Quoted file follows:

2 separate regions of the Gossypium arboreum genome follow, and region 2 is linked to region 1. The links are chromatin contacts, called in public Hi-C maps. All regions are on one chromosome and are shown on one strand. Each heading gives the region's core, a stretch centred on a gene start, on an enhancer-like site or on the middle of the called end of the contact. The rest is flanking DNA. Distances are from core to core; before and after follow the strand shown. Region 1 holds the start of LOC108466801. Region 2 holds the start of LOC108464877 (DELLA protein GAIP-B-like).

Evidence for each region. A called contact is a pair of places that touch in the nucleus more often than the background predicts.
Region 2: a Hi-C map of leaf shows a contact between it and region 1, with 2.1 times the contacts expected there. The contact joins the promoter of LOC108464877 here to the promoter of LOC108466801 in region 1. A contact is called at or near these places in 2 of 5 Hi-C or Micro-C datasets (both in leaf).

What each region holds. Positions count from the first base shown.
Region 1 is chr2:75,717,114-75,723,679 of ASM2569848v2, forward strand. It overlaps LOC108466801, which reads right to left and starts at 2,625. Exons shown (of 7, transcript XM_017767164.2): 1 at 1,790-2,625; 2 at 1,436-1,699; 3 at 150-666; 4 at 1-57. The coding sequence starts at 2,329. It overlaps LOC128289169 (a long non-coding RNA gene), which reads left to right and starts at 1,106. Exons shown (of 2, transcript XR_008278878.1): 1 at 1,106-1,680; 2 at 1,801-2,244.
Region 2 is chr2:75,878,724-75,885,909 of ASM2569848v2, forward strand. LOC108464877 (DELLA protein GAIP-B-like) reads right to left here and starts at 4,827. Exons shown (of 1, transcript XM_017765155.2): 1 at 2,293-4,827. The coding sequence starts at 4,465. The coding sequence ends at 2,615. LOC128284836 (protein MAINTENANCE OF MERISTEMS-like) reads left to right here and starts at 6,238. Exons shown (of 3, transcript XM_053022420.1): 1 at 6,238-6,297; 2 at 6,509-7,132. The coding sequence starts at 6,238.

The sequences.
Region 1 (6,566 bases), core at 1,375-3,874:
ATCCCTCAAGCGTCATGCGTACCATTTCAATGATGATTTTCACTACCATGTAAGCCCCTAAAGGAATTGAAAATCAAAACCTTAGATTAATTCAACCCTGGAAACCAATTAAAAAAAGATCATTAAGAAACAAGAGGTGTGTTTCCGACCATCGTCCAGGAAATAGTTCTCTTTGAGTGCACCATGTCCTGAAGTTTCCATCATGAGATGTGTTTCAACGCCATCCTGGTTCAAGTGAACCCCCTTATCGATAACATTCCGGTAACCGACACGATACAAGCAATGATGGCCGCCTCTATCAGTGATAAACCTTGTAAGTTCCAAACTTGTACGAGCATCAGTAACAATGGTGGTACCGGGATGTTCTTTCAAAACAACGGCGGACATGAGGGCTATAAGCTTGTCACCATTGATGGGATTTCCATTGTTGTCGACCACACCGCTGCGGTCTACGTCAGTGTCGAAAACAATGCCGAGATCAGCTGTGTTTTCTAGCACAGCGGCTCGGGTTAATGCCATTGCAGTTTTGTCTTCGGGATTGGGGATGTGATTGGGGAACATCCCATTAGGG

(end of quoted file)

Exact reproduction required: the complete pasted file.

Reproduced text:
2 separate regions of the Gossypium arboreum genome follow, and region 2 is linked to region 1. The links are chromatin contacts, called in public Hi-C maps. All regions are on one chromosome and are shown on one strand. Each heading gives the region's core, a stretch centred on a gene start, on an enhancer-like site or on the middle of the called end of the contact. The rest is flanking DNA. Distances are from core to core; before and after follow the strand shown. Region 1 holds the start of LOC108466801. Region 2 holds the start of LOC108464877 (DELLA protein GAIP-B-like).

Evidence for each region. A called contact is a pair of places that touch in the nucleus more often than the background predicts.
Region 2: a Hi-C map of leaf shows a contact between it and region 1, with 2.1 times the contacts expected there. The contact joins the promoter of LOC108464877 here to the promoter of LOC108466801 in region 1. A contact is called at or near these places in 2 of 5 Hi-C or Micro-C datasets (both in leaf).

What each region holds. Positions count from the first base shown.
Region 1 is chr2:75,717,114-75,723,679 of ASM2569848v2, forward strand. It overlaps LOC108466801, which reads right to left and starts at 2,625. Exons shown (of 7, transcript XM_017767164.2): 1 at 1,790-2,625; 2 at 1,436-1,699; 3 at 150-666; 4 at 1-57. The coding sequence starts at 2,329. It overlaps LOC128289169 (a long non-coding RNA gene), which reads left to right and starts at 1,106. Exons shown (of 2, transcript XR_008278878.1): 1 at 1,106-1,680; 2 at 1,801-2,244.
Region 2 is chr2:75,878,724-75,885,909 of ASM2569848v2, forward strand. LOC108464877 (DELLA protein GAIP-B-like) reads right to left here and starts at 4,827. Exons shown (of 1, transcript XM_017765155.2): 1 at 2,293-4,827. The coding sequence starts at 4,465. The coding sequence ends at 2,615. LOC128284836 (protein MAINTENANCE OF MERISTEMS-like) reads left to right here and starts at 6,238. Exons shown (of 3, transcript XM_053022420.1): 1 at 6,238-6,297; 2 at 6,509-7,132. The coding sequence starts at 6,238.

The sequences.
Region 1 (6,566 bases), core at 1,375-3,874:
ATCCCTCAAGCGTCATGCGTACCATTTCAATGATGATTTTCACTACCATGTAAGCCCCTAAAGGAATTGAAAATCAAAACCTTAGATTAATTCAACCCTGGAAACCAATTAAAAAAAGATCATTAAGAAACAAGAGGTGTGTTTCCGACCATCGTCCAGGAAATAGTTCTCTTTGAGTGCACCATGTCCTGAAGTTTCCATCATGAGATGTGTTTCAACGCCATCCTGGTTCAAGTGAACCCCCTTATCGATAACATTCCGGTAACCGACACGATACAAGCAATGATGGCCGCCTCTATCAGTGATAAACCTTGTAAGTTCCAAACTTGTACGAGCATCAGTAACAATGGTGGTACCGGGATGTTCTTTCAAAACAACGGCGGACATGAGGGCTATAAGCTTGTCACCATTGATGGGATTTCCATTGTTGTCGACCACACCGCTGCGGTCTACGTCAGTGTCGAAAACAATGCCGAGATCAGCTGTGTTTTCTAGCACAGCGGCTCGGGTTAATGCCATTGCAGTTTTGTCTTCGGGATTGGGGATGTGATTGGGGAACATCCCATTAGGG